I didn’t make an active choice to ‘do’ extended breastfeeding… I just never used bottles and it was so easy to peacefully feed baby to sleep (tut, tut, no, no!), comfort baby (and then toddler), nurse my child through teething with breastfeeding (did you know sucking releases endorphins – the body’s natural painkillers?). My children all started solids around six months of age, they drank water from a sipper cup around then too. They all eat a wide-range of healthy foods. So why keep breastfeeding? As I said, it wasn’t a decision I made, it was just me meeting the physiological and emotional needs of my child. They continued to feed and I continued to provide. I never have been very good at saying, ‘No’!
I sought advice on the Internet and found support groups singing the praises of extended breastfeeding and making me feel perfectly normal. I was, truly, doing what nature intended (only not many other people do it… only one or two of my antenatal group did and many fellow mothers thought I was ‘nuts’).
When my children turned 18 months feeds became much more private. My toddlers very rarely indicated they would like a feed when we were out in public and I usually found a way to distract them if they did – or sought somewhere a little private. In front of close family and friends, or in my own home, I felt a lot more comfortable, but on occasion we’d have visitors to our home I didn’t know so well and I’d retreat to a bedroom.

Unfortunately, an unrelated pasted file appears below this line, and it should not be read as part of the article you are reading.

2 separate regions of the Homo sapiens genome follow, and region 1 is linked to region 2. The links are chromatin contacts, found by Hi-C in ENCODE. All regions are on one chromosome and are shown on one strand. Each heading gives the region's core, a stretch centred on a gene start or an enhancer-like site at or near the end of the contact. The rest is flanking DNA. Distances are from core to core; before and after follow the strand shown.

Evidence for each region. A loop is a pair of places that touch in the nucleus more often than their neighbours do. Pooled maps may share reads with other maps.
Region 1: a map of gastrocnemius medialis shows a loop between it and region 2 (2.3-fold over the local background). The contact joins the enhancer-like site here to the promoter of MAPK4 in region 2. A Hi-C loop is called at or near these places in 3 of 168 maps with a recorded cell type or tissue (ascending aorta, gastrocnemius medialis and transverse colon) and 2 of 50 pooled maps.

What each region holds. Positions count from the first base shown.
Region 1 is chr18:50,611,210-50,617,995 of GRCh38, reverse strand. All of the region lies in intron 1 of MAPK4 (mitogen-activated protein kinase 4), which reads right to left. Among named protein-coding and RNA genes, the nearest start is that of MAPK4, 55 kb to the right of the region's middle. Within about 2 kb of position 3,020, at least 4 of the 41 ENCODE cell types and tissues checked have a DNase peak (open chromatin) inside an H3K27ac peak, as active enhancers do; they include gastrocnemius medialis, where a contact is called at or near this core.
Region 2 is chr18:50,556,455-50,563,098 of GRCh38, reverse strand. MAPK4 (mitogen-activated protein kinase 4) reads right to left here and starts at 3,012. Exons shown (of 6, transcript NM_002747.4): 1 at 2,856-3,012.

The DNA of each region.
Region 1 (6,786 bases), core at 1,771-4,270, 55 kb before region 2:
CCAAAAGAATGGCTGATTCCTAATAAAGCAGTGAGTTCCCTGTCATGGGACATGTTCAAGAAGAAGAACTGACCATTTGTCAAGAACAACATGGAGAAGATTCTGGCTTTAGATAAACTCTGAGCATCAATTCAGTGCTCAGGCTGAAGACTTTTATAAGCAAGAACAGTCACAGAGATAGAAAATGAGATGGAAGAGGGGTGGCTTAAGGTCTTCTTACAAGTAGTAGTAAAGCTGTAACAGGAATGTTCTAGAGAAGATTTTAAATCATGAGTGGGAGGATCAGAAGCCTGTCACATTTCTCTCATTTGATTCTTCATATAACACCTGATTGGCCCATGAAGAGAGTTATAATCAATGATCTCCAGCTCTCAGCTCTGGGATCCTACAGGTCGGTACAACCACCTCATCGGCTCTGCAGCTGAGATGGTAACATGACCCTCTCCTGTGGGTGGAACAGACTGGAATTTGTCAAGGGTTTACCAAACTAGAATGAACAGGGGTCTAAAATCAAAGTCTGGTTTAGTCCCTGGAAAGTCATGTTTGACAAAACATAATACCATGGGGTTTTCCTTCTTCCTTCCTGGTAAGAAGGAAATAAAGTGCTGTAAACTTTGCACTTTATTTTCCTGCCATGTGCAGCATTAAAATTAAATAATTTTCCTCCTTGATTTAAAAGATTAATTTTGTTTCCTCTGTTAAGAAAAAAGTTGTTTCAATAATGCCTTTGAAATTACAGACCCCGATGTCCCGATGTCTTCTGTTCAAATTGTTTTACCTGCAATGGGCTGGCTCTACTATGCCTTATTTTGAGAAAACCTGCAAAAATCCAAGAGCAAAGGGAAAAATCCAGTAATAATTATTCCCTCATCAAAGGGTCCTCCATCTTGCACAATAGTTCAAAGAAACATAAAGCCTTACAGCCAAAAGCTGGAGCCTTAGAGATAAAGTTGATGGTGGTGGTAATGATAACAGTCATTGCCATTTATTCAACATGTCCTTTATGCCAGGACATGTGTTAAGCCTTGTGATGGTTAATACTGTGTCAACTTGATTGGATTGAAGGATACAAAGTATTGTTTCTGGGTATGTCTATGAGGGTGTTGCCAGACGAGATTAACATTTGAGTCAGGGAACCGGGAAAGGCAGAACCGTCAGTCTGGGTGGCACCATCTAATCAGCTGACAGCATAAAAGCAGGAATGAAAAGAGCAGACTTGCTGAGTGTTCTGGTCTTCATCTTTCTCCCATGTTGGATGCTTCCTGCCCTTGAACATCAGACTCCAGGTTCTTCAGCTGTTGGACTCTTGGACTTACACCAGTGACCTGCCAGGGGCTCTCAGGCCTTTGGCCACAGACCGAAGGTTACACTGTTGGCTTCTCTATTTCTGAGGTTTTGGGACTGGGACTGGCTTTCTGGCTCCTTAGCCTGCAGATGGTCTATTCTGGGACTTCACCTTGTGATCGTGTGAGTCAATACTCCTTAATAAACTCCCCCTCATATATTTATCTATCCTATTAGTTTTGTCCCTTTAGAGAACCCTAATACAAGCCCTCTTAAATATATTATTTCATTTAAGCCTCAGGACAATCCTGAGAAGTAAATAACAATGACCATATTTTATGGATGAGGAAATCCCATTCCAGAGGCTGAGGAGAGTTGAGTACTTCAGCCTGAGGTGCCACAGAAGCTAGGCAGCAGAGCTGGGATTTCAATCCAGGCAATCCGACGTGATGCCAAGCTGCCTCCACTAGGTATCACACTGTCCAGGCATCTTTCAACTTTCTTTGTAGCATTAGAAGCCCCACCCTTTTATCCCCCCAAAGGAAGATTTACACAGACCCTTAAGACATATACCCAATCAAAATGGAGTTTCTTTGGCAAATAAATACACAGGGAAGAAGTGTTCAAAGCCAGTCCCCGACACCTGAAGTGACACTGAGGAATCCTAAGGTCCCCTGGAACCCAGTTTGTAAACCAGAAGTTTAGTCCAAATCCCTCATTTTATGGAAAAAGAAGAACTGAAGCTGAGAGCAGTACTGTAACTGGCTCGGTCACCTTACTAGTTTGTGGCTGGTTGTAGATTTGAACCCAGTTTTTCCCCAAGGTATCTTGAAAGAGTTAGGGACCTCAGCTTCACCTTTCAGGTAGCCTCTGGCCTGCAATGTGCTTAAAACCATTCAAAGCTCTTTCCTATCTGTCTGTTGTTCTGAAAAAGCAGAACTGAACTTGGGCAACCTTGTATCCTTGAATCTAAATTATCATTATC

In the night they fed for several months… into years. But this was more of a positive than anything. They went to sleep peacefully, blissfully even, happy and content. There were few nights of tears and upset. Illnesses were comforted with extra feeds. Teething pain was easily and naturally alleviated and it was very rare that medical pain-relief was needed.
However, I found myself so bound with my children emotionally and so attached that I became their night time ‘comfort blankie’. It was (and is now with Alice) impossible for me to go out in the evening. Charlotte used to wake like clock work and have a good sleep between 8pm and midnight, allowing me some valuable ‘escape’ time. Sophie spaced out her wakings too, but it wasn’t until she was nearly two that I left the home in the evening, feeling secure that she wouldn’t wake and be too upset. Also, around the age of two all the girls accepted and sometimes sought, in preference of me, their Daddy for night time comfort (phew, a relief to me!).
Thankfully, my freedom to party (not that I any longer had much desire or energy to!) did return. My children self-weaned (Charlotte at 2 years and Sophie at 4 years – with a little encouragement just before Alice was born). But Alice is now 19 months and going stronger than either Charlotte and Sophie ever did! She’s bigger than they were at this age. She eats a great range and quantity of solid foods too. She’s happy, healthy and a joy, but I am ready for a little more sleep without interruption! It will come, I know.
In the meantime, I love this video, ‘Ignorance Meets Knowledge’ (extended breastfeeding). The first half flashes up ignorant messages that extended breastfeeders are sometimes confronted by and then changes to the knowledge that reveals how very natural extended breastfeeding is and the benefits to both mother and child.
References: Natural Mama NZ